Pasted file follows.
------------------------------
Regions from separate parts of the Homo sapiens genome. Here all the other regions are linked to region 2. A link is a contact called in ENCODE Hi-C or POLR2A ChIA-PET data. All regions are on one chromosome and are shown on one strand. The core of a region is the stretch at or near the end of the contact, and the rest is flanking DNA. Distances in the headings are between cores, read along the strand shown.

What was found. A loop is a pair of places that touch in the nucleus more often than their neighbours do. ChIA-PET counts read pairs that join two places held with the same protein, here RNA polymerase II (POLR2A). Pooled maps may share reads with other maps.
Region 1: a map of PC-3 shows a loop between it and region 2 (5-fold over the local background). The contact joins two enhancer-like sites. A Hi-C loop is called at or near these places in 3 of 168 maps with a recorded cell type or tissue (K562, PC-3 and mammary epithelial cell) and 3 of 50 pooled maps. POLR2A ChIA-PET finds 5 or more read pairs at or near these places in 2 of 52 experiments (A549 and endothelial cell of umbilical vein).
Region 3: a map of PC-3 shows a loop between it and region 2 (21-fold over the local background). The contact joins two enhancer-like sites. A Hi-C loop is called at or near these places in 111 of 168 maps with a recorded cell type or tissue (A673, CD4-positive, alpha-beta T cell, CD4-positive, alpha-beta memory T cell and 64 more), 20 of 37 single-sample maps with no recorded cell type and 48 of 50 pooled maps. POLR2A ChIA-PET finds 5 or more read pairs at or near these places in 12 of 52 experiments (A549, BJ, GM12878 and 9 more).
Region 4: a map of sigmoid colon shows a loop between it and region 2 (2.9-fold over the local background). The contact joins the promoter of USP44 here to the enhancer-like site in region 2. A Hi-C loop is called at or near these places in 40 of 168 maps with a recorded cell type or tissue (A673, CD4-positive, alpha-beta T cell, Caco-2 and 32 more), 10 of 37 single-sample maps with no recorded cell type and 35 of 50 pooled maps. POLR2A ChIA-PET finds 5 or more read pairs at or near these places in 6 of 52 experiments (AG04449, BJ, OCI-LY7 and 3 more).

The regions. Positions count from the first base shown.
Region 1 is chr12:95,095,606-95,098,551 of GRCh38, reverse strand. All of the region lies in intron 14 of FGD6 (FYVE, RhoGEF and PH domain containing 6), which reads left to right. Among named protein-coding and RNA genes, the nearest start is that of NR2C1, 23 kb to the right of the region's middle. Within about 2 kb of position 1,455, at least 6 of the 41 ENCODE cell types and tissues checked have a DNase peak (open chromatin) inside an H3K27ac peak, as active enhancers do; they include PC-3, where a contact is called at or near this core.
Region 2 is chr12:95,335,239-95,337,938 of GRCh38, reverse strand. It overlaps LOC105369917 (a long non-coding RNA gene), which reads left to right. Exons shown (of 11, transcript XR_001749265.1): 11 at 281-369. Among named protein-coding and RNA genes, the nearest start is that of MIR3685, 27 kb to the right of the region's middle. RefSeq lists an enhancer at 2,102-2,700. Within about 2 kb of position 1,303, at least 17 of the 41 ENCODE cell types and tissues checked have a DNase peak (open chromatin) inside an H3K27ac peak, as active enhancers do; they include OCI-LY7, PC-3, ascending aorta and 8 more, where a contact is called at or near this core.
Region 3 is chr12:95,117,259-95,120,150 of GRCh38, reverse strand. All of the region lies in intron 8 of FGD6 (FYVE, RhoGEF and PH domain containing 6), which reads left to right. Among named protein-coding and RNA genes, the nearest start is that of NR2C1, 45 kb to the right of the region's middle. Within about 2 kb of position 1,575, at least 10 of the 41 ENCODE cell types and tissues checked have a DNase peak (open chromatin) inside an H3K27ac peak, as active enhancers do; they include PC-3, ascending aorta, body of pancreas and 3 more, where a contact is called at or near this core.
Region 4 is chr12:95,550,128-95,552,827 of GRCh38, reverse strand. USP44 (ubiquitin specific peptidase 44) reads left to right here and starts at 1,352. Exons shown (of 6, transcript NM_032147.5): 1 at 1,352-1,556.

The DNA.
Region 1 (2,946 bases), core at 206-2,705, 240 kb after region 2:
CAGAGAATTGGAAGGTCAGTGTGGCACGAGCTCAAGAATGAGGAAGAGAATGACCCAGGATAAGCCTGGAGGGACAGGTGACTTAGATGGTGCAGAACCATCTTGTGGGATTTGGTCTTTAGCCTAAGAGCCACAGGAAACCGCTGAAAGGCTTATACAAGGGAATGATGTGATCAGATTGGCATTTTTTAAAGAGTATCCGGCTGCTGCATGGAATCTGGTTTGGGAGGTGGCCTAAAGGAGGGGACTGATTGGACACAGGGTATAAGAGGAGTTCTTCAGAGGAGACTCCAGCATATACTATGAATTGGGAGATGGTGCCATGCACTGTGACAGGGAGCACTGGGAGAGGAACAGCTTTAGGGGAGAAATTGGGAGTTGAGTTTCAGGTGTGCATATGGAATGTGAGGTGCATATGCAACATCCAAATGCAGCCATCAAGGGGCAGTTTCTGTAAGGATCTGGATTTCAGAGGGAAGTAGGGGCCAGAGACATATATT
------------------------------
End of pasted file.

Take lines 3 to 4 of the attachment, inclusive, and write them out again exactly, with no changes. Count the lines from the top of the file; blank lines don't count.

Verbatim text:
Region 1: a map of PC-3 shows a loop between it and region 2 (5-fold over the local background). The contact joins two enhancer-like sites. A Hi-C loop is called at or near these places in 3 of 168 maps with a recorded cell type or tissue (K562, PC-3 and mammary epithelial cell) and 3 of 50 pooled maps. POLR2A ChIA-PET finds 5 or more read pairs at or near these places in 2 of 52 experiments (A549 and endothelial cell of umbilical vein).
Region 3: a map of PC-3 shows a loop between it and region 2 (21-fold over the local background). The contact joins two enhancer-like sites. A Hi-C loop is called at or near these places in 111 of 168 maps with a recorded cell type or tissue (A673, CD4-positive, alpha-beta T cell, CD4-positive, alpha-beta memory T cell and 64 more), 20 of 37 single-sample maps with no recorded cell type and 48 of 50 pooled maps. POLR2A ChIA-PET finds 5 or more read pairs at or near these places in 12 of 52 experiments (A549, BJ, GM12878 and 9 more).